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Los Angeles and San Diego school districts will be online-only in the fall. Hong Kong announced it would ban public gatherings of more than four people in response to a new wave of locally transmitted infections.

Oregon was sandwiched between two states that had big coronavirus outbreaks but managed to keep its numbers low. Until it couldn’t.

Administration officials moved to treat the nation’s top infectious disease expert as if he were a warring political rival, releasing a list of what they said were questionable statements he had made.

More owners are permanently shutting their doors after new lockdown orders, realizing that there may be no end in sight to the crisis.

Even groups that regularly disagree on labor issues said there should be significant public investment in programs that can upgrade the skills of American workers.

The N.F.L. team in Washington announced the move on Monday and will continue its search for a new name and logo.

The debate over whether to allow the street art has exacerbated racial tensions in Catskill, where just over a fifth of the population is Black.

In meetings and conversations among colleagues, ESPN employees have criticized the career pipeline and diversity of top leadership, eliciting a promise from executives to do better.

Jeff Sessions, the former attorney general, is making a last appeal to Alabama voters in an attempt to win back his old Senate seat. A new poll in Texas shows Joe Biden leading President Trump.

Nintendo's Switch is the fastest-selling console on the planet, and we're keeping track of the best deals on Switch bundles, games, and accessories.

Officials have said in the past that fielding will eventually reach every corner of the Marine infantry community.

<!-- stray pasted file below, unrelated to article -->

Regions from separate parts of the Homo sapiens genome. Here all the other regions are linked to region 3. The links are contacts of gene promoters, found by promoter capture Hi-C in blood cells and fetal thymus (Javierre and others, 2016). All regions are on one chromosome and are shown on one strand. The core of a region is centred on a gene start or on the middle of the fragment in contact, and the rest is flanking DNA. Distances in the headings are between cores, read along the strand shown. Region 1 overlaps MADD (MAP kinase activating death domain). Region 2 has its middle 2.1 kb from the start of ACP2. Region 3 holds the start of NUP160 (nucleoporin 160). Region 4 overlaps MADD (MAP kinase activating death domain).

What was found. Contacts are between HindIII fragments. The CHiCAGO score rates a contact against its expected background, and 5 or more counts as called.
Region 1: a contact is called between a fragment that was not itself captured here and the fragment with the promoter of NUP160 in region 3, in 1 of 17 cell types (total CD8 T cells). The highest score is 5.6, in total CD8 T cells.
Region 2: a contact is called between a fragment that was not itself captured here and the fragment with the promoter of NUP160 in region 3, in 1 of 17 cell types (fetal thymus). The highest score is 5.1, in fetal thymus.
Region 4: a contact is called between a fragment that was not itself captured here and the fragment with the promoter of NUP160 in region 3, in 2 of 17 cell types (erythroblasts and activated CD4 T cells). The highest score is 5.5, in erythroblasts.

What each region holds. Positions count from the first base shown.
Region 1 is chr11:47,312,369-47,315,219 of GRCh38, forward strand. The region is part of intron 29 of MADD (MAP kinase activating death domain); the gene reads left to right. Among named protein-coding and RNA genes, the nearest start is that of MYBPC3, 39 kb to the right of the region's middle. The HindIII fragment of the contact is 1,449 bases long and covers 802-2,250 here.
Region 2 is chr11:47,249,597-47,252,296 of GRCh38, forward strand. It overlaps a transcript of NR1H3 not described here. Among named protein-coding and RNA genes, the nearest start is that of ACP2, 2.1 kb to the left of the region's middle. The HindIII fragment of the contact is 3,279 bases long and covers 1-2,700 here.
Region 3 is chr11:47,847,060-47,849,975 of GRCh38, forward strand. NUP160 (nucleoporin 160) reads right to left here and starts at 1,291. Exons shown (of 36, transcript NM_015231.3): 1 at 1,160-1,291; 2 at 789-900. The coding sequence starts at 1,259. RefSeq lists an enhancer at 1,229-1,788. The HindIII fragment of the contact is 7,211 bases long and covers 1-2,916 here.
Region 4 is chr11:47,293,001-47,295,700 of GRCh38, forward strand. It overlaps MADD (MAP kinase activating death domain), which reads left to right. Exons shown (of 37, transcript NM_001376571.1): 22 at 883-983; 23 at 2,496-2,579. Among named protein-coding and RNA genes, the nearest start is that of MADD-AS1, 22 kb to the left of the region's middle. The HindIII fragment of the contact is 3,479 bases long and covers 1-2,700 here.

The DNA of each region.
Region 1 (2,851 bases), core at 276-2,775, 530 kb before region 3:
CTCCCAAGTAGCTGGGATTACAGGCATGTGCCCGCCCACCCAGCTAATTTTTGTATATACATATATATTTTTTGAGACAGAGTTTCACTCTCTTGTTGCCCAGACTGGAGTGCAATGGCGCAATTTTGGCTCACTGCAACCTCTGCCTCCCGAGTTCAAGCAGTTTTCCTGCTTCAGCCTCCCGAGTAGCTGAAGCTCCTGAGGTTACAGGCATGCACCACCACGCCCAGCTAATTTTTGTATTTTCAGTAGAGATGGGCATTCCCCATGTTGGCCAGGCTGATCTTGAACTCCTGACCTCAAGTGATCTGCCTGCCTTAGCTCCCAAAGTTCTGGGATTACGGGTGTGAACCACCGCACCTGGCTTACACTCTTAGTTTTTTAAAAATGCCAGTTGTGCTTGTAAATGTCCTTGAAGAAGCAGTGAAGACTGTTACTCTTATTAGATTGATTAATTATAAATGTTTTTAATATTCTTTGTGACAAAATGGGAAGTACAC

The governor of California on Monday announced closures of bars and indoor dining, spurring worries around economic reopening nationwide.

If you're looking to buy an Xbox One console or a new game to add to your collection, check out our roundup of the best deals available right now.

Robintrack is a platform that uses data from Robinhood's API to track how many Robinhood users own a particular stock over time.

Bloomberg recently ranked Greenwich, known as the "hedge fund capital" of Connecticut, as one of the wealthiest towns in the US.

Pay rifts, a partner divide, and transparency are key issues behind some partners leaving elite law firm Boies Schiller. Now BSF is re-making itself.

Yale University is offering its most popular course for free on Coursera. I signed up for it — here's what "The Science of Well-Being" is like.

Here's how TikTok rose to become a social network loved by teens and scrutinized by US authorities over its ties to China.

Laptops are becoming an essential piece of technology, and are often the prey of deal hunters today. Here are the best laptop deals we've seen this week.

A court tries to gag the country’s largest newspaper amid a U.S. corruption probe.

Trump’s clemency for Stone has nothing on Clinton and McDougal.

In American laboratories and universities, the spirit of Trofim Lysenko has suddenly been woke.

A CEO refuses to apologize for his words at the White House.

The laws of supply and demand have been at work in the pandemic and the protests.

A nonagenarian Jewish refugee finally tells me her story.

A legal and political strategy to nullify debt sold to third parties.

Staggered schedules and other precautions would help reduce children’s low but real risk from Covid.